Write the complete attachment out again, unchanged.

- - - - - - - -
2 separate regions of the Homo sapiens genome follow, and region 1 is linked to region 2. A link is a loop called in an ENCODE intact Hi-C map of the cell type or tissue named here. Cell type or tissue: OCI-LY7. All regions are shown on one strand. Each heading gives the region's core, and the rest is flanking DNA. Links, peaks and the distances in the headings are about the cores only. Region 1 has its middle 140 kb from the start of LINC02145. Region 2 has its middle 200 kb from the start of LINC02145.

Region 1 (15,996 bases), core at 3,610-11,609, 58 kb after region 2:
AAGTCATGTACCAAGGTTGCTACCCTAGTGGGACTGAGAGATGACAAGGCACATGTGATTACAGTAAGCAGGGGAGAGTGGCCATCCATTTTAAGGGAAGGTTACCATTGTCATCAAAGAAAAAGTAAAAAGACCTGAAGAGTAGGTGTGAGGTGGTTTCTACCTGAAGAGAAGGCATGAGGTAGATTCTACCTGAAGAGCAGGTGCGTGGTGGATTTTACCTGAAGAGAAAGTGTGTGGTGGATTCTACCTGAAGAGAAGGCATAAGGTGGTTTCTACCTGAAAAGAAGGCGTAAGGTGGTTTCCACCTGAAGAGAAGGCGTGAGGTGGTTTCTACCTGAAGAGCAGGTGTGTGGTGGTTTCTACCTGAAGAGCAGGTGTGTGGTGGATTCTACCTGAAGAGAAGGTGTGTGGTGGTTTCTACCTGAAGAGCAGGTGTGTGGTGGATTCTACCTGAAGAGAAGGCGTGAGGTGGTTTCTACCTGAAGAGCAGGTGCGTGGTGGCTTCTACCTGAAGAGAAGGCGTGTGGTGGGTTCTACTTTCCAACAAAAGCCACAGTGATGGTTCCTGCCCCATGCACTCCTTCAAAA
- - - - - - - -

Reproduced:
2 separate regions of the Homo sapiens genome follow, and region 1 is linked to region 2. A link is a loop called in an ENCODE intact Hi-C map of the cell type or tissue named here. Cell type or tissue: OCI-LY7. All regions are shown on one strand. Each heading gives the region's core, and the rest is flanking DNA. Links, peaks and the distances in the headings are about the cores only. Region 1 has its middle 140 kb from the start of LINC02145. Region 2 has its middle 200 kb from the start of LINC02145.

Region 1 (15,996 bases), core at 3,610-11,609, 58 kb after region 2:
AAGTCATGTACCAAGGTTGCTACCCTAGTGGGACTGAGAGATGACAAGGCACATGTGATTACAGTAAGCAGGGGAGAGTGGCCATCCATTTTAAGGGAAGGTTACCATTGTCATCAAAGAAAAAGTAAAAAGACCTGAAGAGTAGGTGTGAGGTGGTTTCTACCTGAAGAGAAGGCATGAGGTAGATTCTACCTGAAGAGCAGGTGCGTGGTGGATTTTACCTGAAGAGAAAGTGTGTGGTGGATTCTACCTGAAGAGAAGGCATAAGGTGGTTTCTACCTGAAAAGAAGGCGTAAGGTGGTTTCCACCTGAAGAGAAGGCGTGAGGTGGTTTCTACCTGAAGAGCAGGTGTGTGGTGGTTTCTACCTGAAGAGCAGGTGTGTGGTGGATTCTACCTGAAGAGAAGGTGTGTGGTGGTTTCTACCTGAAGAGCAGGTGTGTGGTGGATTCTACCTGAAGAGAAGGCGTGAGGTGGTTTCTACCTGAAGAGCAGGTGCGTGGTGGCTTCTACCTGAAGAGAAGGCGTGTGGTGGGTTCTACTTTCCAACAAAAGCCACAGTGATGGTTCCTGCCCCATGCACTCCTTCAAAA